Sunday, August 09, 2009

Inventing Death

Prepping for the seminar has gotten really interesting. I'm learning lots, and have backed up to reading Philippe Aries (backwards accent thing on the e, for those who know how to do such things?).

I guess I hadn't really thought about it when I had my teen fall from grace and began to really question Christianity, not only the sect I was being raised in, but in a basic and fundamental way, but death isn't as natural in Christianity as it is in the world of natural science.

In natural science, one can't necessarily explain why death (through aging, especially) happens in all sorts of plants and critters (but not in all, go bacteria!), but most of us think about it happening for the people and other critters we care most about, ourselves, our friends and family, the animals we care for in our lives.

I'm dogsitting my sibling's family's 17 year old dog these days, and we know she'll probably not make it through the next winter (though she stuns me by romping up the hill and around the house every day). She's old, and though she's doing really well for an old dog, she also shows her age. Anyway, most of us see death as inevitable, and natural, though a 17 year old dog is anything but natural, since she's been fed and cared for and doesn't have to starve by not being able to catch her own food or get eaten by a bigger, badder predator.

Nor, of course, are our practices about death and dying "natural," and that's where I was planning to go with this seminar.

But Aries (and others) have really got me thinking because in Christianity, death is invented.

Isn't that an amazing idea. Death is invented.

In Genesis, Book 3, God invents death to punish Adam and Eve, along with kicking them out of Eden and messing with the snake and all. So in Christianity, death is the very opposite of natural (though, of course, in Christianity it's all invented by God anyway).

That inventedness and the use of death as punishment make the stakes in getting it right, dying the right way, or in the right frame of mind, or with the proper rituals, all the more important.

I'm thinking we'll begin the seminar with Genesis, and talk about the invention of death. I've got more and more stuff to read, and now I'm thinking that the stuff about Death being Satan's spawn in PL would be great, too, because it revises the invention into something very different.

6 comments:

  1. I think in this case it's only invented by God is the loosest sense. Death, sickness, corruption, and all other sorts of evil (including moral evils) are characteristic of the current state of the created order, but that isn't what was intended. Death is not natural in Christianity. I stress this when I teach my death class because it is not only at odds with natural science but with other many religious traditions, not to mention being at odds with what a lot of contemporary christians actually think.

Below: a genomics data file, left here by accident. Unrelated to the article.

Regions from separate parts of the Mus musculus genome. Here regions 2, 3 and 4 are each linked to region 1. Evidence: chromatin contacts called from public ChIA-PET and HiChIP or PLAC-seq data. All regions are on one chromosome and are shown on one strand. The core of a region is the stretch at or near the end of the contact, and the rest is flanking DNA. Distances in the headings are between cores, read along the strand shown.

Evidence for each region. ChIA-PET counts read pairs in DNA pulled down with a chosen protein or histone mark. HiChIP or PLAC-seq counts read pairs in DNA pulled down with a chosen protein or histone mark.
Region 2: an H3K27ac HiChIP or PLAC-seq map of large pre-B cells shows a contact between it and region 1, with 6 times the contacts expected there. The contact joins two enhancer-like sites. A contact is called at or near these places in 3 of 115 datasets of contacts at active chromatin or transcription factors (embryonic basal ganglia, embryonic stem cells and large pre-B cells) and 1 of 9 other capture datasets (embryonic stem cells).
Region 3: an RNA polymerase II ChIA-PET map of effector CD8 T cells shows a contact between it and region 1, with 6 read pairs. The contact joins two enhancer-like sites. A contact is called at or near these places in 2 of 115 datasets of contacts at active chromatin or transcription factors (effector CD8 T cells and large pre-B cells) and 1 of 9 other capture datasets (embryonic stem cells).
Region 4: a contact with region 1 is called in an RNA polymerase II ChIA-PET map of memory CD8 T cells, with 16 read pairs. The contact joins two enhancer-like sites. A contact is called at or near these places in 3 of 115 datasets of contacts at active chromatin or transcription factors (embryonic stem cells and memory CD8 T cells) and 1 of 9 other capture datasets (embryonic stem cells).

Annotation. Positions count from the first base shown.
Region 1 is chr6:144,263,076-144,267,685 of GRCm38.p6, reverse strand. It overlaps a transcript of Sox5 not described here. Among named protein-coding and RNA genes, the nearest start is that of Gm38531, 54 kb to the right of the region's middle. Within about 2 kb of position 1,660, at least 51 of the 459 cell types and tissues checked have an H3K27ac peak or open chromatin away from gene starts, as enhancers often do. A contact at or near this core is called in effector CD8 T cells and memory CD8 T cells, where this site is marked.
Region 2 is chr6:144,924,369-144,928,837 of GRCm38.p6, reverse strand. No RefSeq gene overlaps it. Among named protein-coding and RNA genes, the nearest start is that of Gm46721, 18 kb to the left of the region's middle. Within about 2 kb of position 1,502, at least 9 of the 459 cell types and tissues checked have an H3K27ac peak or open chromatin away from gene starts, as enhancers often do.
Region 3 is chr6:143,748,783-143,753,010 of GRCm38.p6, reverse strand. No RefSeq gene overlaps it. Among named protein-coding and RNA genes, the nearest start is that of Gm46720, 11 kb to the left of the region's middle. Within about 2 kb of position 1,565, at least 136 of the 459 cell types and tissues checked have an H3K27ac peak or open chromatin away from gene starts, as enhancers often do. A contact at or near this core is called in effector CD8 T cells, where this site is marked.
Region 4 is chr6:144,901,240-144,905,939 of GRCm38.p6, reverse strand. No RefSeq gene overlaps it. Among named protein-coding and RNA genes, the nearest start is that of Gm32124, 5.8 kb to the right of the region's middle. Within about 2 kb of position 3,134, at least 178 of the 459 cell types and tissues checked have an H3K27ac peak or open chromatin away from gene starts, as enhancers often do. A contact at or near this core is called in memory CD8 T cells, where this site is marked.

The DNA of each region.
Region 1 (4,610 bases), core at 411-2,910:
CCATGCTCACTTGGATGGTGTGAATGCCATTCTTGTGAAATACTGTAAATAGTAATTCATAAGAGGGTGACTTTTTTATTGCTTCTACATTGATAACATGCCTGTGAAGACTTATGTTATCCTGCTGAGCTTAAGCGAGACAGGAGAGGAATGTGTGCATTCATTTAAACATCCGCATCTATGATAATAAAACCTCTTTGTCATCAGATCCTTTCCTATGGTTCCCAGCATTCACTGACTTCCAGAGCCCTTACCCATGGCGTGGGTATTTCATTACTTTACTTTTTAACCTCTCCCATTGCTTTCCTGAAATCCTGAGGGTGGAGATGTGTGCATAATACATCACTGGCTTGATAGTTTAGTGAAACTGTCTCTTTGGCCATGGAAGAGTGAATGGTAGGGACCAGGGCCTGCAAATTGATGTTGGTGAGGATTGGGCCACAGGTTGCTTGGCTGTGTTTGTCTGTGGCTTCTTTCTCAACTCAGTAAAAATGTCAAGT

fun stuff.

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  2. This post really got me thinking. Death as a punishment. Not as natural, not as a blessing, but as a punishment. If this is societies overwhelming position then it has all sorts of implications. For example, where does this figure in the questions raised here in the UK at the moment about assisted suicide for those with terminal illness? Thank you. I'm going to be playing with this idea all day now.

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  3. Anastasia would know this, but is the Jewish reading of Genesis similar to the Christian one? I know there's a different interpretation of some aspects of Genesis. Because boy, is it a teachable moment when you say here is this text, and here is how it's understood in the Jewish tradition, and here is how its understood in the Christian tradition.

    Also, this makes it more ironic that from my (limited) observation it is Christian religious who have managed to hold on to a "natural" approach to death in contemporary society.

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  4. A bit outside your time frame, but there's a historian, Gary Laderman, who's written two books on death in modern America that in some ways brings Aries' theories up to date. Pretty interesting stuff -- esp. if you want to have your students talk about modern attitudes towards death & how they differ from earlier periods.

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  5. è -> è

    (see here for lots more)

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  6. You are an amazing teacher. I never thought about the Christian "death" this way, but it is just as you say. Can't wait to hear more.

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